The whole group chose one perspective from which to work with the data. Together, participants brainstormed associated questions and what feature data might be useful to work on the problem. Using GIS software and found data, the group created a basic, descriptive map of our research area. Specific focus was on the former Cabrini Green Housing Project area in St. Louis. Participants mapped the area using georeferenced aerial images and both recent and historical data.

Session Three

Using GIS software, participants began to analyze relationships of objects and how they fit together within the problem. Questions, such as how many schools were within walking distance and where were police stations in relation to the buildings, were explored and we considered what inferences might be made. The group also discussed adding public transit and food centers. Participants asked further questions and made predictions.


Using a provided template, participants were asked to sketch out a spatial problem in a faculty member’s work to help them begin a GIS project.

Session Four

The group explored presentation possibilities to best tell the project’s story. The advantages of both web and print deliveries were discussed (e.g., web maps are dynamic/interactive and print maps deliver a specific, static message) for the final product. Participants reviewed answers to prompts on the provided template, which they were asked to use to help faculty get started. The group revised the template in real time to improve usability.


In total, nine badges were awarded to professionals in the organization. Two individuals completed both tracks and the remainder completed one track or the other. A few days following the end of the badge program, an assessment was sent to individuals who attended any of the sessions, even if they did not complete the entire badge program. The assessment evaluated student learning as well as provided feedback on instructor teaching methods. The feedback on instructor teaching methods was predominately positive, though many felt there was too much content covered in the sessions and that instructors needed to slow down when covering complex material.

Moving forward

To develop a program that incorporates the needs and interests of librarians and paraprofessionals, an internal survey was conducted. Participants were asked to indicate training needs in both technical and soft skills. To assess whether digital badges are appropriate incentives or rewards, the survey asked participants to rate their interest in acquiring a digital badge.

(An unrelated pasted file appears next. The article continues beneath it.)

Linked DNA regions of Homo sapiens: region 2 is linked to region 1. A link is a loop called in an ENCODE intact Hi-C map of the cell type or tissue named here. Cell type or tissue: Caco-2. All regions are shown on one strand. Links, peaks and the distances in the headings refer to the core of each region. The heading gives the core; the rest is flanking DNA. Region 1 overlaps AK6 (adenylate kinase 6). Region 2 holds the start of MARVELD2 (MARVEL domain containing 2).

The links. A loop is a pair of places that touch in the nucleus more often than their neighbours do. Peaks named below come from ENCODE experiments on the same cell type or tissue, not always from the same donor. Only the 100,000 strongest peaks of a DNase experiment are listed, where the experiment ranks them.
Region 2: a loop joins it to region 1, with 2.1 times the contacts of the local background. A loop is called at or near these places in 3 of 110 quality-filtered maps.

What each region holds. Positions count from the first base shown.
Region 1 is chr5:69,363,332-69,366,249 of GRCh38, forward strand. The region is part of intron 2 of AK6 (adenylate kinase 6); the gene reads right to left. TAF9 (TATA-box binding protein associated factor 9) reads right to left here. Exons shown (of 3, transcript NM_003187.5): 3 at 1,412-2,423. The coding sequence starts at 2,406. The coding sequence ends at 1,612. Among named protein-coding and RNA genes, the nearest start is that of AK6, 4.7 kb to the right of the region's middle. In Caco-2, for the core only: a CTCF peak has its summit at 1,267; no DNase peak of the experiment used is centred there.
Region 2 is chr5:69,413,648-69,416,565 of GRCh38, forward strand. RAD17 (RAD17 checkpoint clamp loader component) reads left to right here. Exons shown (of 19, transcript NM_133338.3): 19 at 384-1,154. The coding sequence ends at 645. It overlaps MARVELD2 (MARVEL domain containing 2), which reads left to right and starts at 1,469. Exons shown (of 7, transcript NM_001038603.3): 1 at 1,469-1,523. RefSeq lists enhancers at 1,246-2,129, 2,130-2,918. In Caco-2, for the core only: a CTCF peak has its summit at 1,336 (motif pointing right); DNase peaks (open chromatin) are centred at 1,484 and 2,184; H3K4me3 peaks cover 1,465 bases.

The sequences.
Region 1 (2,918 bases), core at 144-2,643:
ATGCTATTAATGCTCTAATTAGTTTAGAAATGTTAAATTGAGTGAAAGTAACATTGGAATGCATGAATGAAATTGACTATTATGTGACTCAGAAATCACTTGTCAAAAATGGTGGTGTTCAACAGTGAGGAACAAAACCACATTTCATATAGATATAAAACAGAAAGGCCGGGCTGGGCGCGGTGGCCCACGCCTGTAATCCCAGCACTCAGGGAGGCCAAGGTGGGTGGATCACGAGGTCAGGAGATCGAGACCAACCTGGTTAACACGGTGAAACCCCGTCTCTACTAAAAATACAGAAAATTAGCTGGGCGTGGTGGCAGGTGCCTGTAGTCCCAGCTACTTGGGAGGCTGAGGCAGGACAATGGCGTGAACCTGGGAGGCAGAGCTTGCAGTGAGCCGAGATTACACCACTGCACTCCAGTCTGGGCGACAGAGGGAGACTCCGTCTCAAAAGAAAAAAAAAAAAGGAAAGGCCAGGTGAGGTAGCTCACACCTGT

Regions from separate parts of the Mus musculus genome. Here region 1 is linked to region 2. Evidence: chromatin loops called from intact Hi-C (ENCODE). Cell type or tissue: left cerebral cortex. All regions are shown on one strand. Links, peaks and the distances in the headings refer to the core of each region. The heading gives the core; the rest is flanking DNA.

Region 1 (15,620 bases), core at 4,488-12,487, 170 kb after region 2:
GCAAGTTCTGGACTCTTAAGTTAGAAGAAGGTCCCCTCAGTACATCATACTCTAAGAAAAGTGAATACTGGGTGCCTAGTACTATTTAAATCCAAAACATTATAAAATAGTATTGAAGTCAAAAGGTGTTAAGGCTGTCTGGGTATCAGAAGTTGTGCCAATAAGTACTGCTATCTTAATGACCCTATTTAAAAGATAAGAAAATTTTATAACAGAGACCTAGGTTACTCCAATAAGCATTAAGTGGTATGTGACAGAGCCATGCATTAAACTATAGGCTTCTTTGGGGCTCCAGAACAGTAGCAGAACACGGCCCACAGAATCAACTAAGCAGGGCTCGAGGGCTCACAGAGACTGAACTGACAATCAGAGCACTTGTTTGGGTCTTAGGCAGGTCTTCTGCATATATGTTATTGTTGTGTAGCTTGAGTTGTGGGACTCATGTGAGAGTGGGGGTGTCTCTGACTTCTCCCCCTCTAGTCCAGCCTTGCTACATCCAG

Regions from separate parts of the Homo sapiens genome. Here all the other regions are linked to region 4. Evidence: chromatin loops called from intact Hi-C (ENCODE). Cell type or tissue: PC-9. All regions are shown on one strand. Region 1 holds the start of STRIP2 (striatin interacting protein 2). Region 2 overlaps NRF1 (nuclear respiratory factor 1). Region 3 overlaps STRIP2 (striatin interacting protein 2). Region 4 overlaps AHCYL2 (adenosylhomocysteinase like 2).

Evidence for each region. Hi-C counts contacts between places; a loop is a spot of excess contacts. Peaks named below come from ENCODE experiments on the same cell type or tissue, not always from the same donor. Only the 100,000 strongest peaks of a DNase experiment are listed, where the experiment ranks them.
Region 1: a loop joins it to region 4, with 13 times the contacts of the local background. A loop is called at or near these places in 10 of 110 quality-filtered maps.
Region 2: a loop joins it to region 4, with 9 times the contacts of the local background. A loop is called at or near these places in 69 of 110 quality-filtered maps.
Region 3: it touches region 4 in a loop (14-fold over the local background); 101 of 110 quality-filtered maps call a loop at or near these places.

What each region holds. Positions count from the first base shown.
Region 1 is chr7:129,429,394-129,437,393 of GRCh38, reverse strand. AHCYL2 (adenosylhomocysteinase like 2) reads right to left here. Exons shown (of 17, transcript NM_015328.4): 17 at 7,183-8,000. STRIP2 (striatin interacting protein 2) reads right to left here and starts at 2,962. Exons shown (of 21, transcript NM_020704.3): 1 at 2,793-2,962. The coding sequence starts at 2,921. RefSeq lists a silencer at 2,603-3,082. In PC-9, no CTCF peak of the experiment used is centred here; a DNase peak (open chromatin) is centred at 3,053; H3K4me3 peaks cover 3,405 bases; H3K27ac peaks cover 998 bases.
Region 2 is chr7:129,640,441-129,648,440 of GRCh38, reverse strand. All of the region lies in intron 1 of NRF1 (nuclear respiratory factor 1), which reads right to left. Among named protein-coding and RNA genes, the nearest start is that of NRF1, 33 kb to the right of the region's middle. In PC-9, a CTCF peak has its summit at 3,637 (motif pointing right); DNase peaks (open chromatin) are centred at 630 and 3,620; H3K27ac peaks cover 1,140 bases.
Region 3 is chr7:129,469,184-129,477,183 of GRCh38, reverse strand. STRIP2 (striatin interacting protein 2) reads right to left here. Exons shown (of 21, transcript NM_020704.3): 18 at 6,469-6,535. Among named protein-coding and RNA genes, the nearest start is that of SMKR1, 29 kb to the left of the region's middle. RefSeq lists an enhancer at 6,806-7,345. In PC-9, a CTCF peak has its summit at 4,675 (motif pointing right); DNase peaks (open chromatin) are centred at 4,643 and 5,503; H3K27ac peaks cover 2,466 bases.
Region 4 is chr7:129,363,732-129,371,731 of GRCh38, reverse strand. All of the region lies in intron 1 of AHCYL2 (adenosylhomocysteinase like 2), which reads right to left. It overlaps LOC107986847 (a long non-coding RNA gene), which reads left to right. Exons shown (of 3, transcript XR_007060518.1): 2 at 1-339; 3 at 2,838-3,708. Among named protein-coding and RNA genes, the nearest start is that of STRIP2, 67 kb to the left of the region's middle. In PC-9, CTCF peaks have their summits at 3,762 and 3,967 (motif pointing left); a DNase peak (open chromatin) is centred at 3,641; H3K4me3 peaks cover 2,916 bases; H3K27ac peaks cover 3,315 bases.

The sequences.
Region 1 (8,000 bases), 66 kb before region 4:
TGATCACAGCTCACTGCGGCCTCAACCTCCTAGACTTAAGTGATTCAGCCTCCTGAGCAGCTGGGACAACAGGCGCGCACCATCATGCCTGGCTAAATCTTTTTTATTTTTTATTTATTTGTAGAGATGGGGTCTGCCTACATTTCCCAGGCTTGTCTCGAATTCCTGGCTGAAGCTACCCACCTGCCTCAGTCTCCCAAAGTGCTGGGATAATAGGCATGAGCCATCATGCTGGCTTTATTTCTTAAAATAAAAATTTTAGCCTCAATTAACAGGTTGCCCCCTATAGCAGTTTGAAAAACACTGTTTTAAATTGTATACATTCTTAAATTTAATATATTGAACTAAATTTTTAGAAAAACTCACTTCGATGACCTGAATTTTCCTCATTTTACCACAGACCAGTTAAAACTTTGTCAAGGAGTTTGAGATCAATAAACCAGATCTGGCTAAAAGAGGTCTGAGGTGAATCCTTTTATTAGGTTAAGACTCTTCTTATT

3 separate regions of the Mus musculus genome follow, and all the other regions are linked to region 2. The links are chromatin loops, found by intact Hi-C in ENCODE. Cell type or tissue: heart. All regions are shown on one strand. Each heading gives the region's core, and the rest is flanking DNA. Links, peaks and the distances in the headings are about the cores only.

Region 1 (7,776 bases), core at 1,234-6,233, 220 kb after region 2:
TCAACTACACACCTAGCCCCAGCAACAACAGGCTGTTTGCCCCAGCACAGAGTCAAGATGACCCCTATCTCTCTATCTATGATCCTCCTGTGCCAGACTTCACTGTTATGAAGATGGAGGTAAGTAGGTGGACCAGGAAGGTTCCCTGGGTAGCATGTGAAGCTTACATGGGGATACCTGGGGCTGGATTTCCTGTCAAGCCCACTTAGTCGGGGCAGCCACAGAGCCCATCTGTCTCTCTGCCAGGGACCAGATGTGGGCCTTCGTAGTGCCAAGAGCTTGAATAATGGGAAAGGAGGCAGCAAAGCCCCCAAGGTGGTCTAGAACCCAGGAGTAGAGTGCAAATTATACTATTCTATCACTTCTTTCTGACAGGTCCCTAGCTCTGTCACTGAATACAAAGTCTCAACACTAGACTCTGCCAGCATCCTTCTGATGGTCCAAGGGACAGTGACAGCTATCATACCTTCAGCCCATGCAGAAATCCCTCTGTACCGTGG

Survey results demonstrate continued and significant interest in training for data management, spatial analysis, visualization, and other data and GIS-related skills. Participants also showed strong interest in topics of collections reports, copyright, promotional materials creation, effective research support materials creation, digital collections, time management, and team dynamics. There was also interest in identifying and developing existing professional strengths. However, interest in obtaining a digital badge was low: 45% of respondents were definitely not interested, while 33% were unaware of digital badges, and only 9% were positive about this type of certification.

DMP and GIS training will run again in spring of 2016 with a number of changes to incorporate participant feedback and additional, in-depth skill development. Training in other areas will be developed and incorporated into a larger training program. The ongoing use of badges to demonstrate accomplishment is in question and will require further discussion.

1. University Leadership Council, Redefining the Academic Library: Managing the Migration to Digital Information Services, Educational Advisory Board Company, 2011 .
2. Hey, T. , The Fourth Paradigm: Data-Intensive Scientific Discovery, Microsoft Research, 2009 .
3. Andi Rehak and Dan Hickey, 2013 . “Digital Badge Design Principles for Recognizing Learning. ,” HASTAC, 2013 ,
4. Cassilli, C. Knight, E. , “7 things you should know about badges. ,” Educause, 2012 ,
5. Nicholson, S. , “Because Play Matters - Blog - Meaningful ‘Badgification,’. ” 2012 ,
6. Finkelstein, J. Knight, E. , “The Potential and Value of Using Digital Badges for Adult Learners. ,” American Institutes for Research, 2013 ,
Copyright © 2016 Cynthia Hudson-Vitale and Jennifer Moore